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Ken Knox appointed as Chair of the Science, Technology and Innovation Council
Government of Canada
The Honourable James Moore, Minister of Industry, along with the Honourable Ed Holder, Minister of State (Science and Technology), announced the appointment of Ken Knox as Chair of the Science, Technology and Innovation Council (STIC). Ken Knox is a former Ontario Deputy Minister of Agriculture and Deputy Minister of Energy, Science and Technology. He has extensive experience leading Canadian science, technology and innovation organizations including the Ontario Research and Development Challenge Fund, Ontario Genomics Institute and the Innovation Institute of Ontario.
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SolaRoad generates more power than expected
CBC News
A Dutch bike path designed to generate solar power has produced more power than expected. SolaRoad has generated more than 3,000 kilowatt hours of electricity since the 70-metre-long strip officially opened last fall in Krommenie, a village northwest of Amsterdam, the project reported recently. It said that was enough to power a single-person household for a year.
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Technology for disabled program gets $3 million boost
Times-Colonist
A University of Victoria program that comes up with technological innovations to help people with disabilities remain independent — including a wandering-deterrence system for people with dementia — is getting $3 million more from the province to continue its work. The money has not been earmarked for a specific CanAssist project, said executive director Robin Syme recently. "We're delighted about the extra funding," she said. The amount brings Ministry of Health funding to $10.5 million since 2011.
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The Next Thing unveils $9 computer, CHIP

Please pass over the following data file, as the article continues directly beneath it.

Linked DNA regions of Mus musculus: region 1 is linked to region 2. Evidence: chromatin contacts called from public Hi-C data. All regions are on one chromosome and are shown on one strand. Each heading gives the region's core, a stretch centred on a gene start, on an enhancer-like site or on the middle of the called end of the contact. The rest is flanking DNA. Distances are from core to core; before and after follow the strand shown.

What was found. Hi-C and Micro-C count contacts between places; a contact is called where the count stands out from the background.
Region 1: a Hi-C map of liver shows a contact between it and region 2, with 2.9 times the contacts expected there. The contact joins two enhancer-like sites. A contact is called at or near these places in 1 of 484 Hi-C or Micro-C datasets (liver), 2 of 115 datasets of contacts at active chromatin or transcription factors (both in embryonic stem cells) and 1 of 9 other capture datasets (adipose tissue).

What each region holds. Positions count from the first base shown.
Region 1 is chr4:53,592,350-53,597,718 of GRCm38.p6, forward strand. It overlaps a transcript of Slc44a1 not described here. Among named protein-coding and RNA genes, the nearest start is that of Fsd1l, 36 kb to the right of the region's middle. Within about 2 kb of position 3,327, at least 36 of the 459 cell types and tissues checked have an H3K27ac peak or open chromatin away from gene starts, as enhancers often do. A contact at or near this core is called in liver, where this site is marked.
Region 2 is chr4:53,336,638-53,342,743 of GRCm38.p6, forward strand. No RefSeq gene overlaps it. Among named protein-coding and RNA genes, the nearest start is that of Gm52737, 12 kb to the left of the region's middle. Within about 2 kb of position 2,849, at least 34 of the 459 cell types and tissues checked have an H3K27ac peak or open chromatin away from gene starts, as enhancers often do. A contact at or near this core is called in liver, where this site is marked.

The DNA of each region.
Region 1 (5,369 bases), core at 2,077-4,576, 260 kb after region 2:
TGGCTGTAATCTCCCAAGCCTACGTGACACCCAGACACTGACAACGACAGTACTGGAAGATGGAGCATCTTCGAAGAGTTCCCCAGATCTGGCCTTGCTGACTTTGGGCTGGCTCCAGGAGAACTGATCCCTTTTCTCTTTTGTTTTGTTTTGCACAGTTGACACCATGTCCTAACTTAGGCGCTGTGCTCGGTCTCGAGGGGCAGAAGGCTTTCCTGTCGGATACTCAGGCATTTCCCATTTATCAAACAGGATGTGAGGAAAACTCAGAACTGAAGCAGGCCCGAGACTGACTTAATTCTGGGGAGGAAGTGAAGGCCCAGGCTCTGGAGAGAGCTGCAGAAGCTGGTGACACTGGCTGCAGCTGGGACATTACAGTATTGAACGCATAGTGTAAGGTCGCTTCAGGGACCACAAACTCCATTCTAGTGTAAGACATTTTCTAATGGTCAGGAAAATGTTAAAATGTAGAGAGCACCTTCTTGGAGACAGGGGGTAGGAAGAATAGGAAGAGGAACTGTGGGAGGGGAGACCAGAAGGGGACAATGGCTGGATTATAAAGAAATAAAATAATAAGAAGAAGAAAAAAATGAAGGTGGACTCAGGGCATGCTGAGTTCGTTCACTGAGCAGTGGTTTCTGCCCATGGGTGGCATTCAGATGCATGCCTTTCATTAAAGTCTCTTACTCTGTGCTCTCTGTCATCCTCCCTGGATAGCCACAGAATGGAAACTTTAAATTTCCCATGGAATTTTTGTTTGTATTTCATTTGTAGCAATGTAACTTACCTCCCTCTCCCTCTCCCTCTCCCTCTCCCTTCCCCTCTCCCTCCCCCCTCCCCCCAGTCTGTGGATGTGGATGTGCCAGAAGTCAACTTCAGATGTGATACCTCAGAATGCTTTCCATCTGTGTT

CBC News
People may soon be able to buy a computer with a $20 bill and still have change left over for a cup or two of coffee. An Oakland, CA-based company has unveiled its $9 CHIP computer on Kickstarter. CHIP, which is about as tall as a AA-battery and smaller than a floppy disk, packs some power with a one GHz processor, 512 MB of RAM and four GB of storage. The device connects to any screen using a composite, VGA or HDMI cable.
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Verizon to buy AOL for $4.4 billion for mobile ad technology
Hamilton Spectator
Verizon Communications has agreed to buy AOL in a deal valued at $4.4 billion that intensifies the battle for advertising on mobile devices. Verizon, the largest U.S. wireless provider, gets two of AOL's technologies: its mobile streaming service, featuring live television, original shows and pay-per-view, and its ability to automatically send targeted ads to mobile devices. As the world embraces mobile with increasing enthusiasm, the deal gives Verizon new revenue streams at a time when its main business faces increasing competition from challengers such as T-Mobile U.S.
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Why this is the most important new technology in decades
Time